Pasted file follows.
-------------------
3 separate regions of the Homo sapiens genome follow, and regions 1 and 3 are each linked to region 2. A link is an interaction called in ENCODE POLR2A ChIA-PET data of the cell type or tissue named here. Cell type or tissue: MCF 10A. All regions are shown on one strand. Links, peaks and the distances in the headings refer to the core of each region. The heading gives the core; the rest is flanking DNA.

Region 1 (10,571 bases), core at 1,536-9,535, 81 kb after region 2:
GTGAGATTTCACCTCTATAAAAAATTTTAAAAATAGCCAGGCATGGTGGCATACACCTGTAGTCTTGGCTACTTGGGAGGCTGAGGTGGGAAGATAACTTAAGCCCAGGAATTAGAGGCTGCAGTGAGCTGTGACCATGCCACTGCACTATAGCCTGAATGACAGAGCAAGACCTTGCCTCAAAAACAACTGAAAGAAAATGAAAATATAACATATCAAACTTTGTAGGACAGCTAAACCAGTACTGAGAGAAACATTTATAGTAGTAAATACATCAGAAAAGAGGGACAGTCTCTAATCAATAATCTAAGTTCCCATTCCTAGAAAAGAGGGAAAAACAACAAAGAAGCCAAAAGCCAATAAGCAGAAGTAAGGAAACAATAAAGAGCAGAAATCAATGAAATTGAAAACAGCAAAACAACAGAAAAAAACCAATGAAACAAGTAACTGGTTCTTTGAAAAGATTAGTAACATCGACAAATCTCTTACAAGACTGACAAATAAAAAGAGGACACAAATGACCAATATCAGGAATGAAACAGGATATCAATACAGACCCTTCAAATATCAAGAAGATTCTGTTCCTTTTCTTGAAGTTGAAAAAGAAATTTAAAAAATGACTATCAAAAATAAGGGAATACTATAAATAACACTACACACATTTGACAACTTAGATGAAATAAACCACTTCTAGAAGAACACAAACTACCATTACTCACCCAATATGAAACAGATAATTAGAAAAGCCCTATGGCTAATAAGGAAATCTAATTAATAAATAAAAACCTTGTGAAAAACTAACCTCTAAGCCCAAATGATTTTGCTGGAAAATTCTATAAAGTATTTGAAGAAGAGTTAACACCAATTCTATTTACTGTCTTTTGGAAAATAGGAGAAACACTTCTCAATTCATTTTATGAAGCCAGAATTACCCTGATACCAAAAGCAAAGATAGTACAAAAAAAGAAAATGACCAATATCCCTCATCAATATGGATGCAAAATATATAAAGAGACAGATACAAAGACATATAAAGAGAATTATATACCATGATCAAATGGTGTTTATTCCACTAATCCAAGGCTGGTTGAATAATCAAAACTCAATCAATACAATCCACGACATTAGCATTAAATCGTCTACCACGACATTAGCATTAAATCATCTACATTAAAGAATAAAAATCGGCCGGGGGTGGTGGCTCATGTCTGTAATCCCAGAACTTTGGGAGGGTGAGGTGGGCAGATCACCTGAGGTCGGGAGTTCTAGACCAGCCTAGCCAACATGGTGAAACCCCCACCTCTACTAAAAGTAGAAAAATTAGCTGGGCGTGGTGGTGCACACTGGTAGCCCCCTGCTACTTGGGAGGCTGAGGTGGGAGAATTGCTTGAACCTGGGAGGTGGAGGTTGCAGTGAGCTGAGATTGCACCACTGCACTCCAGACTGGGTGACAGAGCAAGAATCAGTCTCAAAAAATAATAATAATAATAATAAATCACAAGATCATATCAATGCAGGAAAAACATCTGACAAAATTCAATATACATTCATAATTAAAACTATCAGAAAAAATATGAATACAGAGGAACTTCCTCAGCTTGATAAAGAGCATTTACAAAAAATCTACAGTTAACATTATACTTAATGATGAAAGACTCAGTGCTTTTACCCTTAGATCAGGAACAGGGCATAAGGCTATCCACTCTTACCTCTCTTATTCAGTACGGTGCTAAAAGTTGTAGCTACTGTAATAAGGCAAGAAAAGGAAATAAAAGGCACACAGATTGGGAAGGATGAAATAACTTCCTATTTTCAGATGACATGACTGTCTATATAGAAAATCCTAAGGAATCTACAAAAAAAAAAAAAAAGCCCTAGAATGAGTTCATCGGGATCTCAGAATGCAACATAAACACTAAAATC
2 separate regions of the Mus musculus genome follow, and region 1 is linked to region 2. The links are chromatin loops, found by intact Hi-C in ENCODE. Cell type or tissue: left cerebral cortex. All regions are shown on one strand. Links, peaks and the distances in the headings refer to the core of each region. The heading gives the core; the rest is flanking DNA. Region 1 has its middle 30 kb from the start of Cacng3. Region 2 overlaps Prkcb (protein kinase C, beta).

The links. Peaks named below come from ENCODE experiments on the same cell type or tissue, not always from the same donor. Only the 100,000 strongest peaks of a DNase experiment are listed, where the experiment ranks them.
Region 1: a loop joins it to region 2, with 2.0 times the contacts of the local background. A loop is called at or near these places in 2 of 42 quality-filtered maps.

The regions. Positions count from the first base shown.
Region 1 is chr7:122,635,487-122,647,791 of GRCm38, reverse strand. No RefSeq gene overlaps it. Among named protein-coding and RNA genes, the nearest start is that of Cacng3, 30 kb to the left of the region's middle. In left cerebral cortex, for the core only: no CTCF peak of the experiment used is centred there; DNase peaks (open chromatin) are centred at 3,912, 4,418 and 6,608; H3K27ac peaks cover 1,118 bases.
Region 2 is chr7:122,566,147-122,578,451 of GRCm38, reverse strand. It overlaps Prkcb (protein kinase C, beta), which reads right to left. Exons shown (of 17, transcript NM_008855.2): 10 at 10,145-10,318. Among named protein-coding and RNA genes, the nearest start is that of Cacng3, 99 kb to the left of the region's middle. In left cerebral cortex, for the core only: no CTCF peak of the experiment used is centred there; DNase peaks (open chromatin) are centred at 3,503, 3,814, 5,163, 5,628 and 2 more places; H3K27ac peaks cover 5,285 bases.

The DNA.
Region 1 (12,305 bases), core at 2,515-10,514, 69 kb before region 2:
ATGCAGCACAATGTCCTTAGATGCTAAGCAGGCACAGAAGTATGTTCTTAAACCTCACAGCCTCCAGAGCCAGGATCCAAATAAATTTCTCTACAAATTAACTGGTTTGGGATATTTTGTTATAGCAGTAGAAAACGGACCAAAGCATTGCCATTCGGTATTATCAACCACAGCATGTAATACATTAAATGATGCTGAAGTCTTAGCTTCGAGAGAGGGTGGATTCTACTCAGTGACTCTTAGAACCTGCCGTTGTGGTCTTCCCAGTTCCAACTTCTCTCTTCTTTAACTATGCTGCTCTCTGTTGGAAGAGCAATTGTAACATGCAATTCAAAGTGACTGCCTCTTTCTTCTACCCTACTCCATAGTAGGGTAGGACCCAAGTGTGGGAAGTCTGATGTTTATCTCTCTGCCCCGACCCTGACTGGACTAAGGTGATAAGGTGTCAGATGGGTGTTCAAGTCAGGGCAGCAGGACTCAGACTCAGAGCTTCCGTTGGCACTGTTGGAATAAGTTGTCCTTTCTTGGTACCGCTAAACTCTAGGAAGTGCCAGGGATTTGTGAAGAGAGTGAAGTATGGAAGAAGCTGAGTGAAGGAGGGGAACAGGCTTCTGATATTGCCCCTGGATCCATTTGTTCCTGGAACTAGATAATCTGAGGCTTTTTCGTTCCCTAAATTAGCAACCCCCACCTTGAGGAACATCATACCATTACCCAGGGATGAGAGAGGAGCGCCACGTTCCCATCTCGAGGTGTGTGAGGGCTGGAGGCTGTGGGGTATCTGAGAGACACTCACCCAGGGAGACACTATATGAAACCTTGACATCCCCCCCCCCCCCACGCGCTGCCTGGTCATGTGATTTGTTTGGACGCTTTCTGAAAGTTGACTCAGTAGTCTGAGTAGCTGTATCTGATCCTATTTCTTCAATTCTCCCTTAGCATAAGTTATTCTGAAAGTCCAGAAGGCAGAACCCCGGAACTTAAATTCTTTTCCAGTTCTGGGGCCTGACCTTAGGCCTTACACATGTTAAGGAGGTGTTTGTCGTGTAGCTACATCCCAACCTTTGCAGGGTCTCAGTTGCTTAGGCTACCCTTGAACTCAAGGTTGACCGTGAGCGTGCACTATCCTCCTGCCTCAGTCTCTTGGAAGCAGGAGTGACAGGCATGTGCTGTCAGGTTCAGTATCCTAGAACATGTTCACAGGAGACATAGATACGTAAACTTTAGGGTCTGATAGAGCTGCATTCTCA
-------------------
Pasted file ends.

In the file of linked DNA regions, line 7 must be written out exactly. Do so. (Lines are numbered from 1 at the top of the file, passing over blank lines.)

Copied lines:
The regions. Positions count from the first base shown.